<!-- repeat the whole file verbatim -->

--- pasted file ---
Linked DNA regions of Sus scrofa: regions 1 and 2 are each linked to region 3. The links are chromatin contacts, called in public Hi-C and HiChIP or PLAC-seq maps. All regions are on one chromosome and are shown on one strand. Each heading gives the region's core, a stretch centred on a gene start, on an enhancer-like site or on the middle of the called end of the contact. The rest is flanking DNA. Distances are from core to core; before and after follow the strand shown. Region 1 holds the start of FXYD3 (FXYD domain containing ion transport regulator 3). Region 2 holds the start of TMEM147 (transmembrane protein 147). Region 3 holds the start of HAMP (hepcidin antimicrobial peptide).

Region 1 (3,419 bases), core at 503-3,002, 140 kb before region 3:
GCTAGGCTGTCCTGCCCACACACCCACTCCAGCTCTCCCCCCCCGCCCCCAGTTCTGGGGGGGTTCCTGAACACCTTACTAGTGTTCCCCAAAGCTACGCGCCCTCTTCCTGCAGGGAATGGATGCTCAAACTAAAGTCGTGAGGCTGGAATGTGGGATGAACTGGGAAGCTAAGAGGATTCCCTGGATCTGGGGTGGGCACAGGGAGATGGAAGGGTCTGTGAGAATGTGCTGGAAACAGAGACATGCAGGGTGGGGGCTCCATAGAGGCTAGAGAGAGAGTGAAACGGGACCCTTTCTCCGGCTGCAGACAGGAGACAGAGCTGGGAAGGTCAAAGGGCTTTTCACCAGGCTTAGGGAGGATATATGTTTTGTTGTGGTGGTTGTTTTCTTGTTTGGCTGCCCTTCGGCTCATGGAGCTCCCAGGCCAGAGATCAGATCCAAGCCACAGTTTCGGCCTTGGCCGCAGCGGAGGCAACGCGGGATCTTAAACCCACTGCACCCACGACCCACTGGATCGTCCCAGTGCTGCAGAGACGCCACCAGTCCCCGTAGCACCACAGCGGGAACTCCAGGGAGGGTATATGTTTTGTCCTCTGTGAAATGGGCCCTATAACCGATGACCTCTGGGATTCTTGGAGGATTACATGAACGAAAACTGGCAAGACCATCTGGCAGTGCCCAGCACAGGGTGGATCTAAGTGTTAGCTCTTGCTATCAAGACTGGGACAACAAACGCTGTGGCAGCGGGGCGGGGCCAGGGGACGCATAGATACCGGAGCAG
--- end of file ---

Linked DNA regions of Sus scrofa: regions 1 and 2 are each linked to region 3. The links are chromatin contacts, called in public Hi-C and HiChIP or PLAC-seq maps. All regions are on one chromosome and are shown on one strand. Each heading gives the region's core, a stretch centred on a gene start, on an enhancer-like site or on the middle of the called end of the contact. The rest is flanking DNA. Distances are from core to core; before and after follow the strand shown. Region 1 holds the start of FXYD3 (FXYD domain containing ion transport regulator 3). Region 2 holds the start of TMEM147 (transmembrane protein 147). Region 3 holds the start of HAMP (hepcidin antimicrobial peptide).

Region 1 (3,419 bases), core at 503-3,002, 140 kb before region 3:
GCTAGGCTGTCCTGCCCACACACCCACTCCAGCTCTCCCCCCCCGCCCCCAGTTCTGGGGGGGTTCCTGAACACCTTACTAGTGTTCCCCAAAGCTACGCGCCCTCTTCCTGCAGGGAATGGATGCTCAAACTAAAGTCGTGAGGCTGGAATGTGGGATGAACTGGGAAGCTAAGAGGATTCCCTGGATCTGGGGTGGGCACAGGGAGATGGAAGGGTCTGTGAGAATGTGCTGGAAACAGAGACATGCAGGGTGGGGGCTCCATAGAGGCTAGAGAGAGAGTGAAACGGGACCCTTTCTCCGGCTGCAGACAGGAGACAGAGCTGGGAAGGTCAAAGGGCTTTTCACCAGGCTTAGGGAGGATATATGTTTTGTTGTGGTGGTTGTTTTCTTGTTTGGCTGCCCTTCGGCTCATGGAGCTCCCAGGCCAGAGATCAGATCCAAGCCACAGTTTCGGCCTTGGCCGCAGCGGAGGCAACGCGGGATCTTAAACCCACTGCACCCACGACCCACTGGATCGTCCCAGTGCTGCAGAGACGCCACCAGTCCCCGTAGCACCACAGCGGGAACTCCAGGGAGGGTATATGTTTTGTCCTCTGTGAAATGGGCCCTATAACCGATGACCTCTGGGATTCTTGGAGGATTACATGAACGAAAACTGGCAAGACCATCTGGCAGTGCCCAGCACAGGGTGGATCTAAGTGTTAGCTCTTGCTATCAAGACTGGGACAACAAACGCTGTGGCAGCGGGGCGGGGCCAGGGGACGCATAGATACCGGAGCAG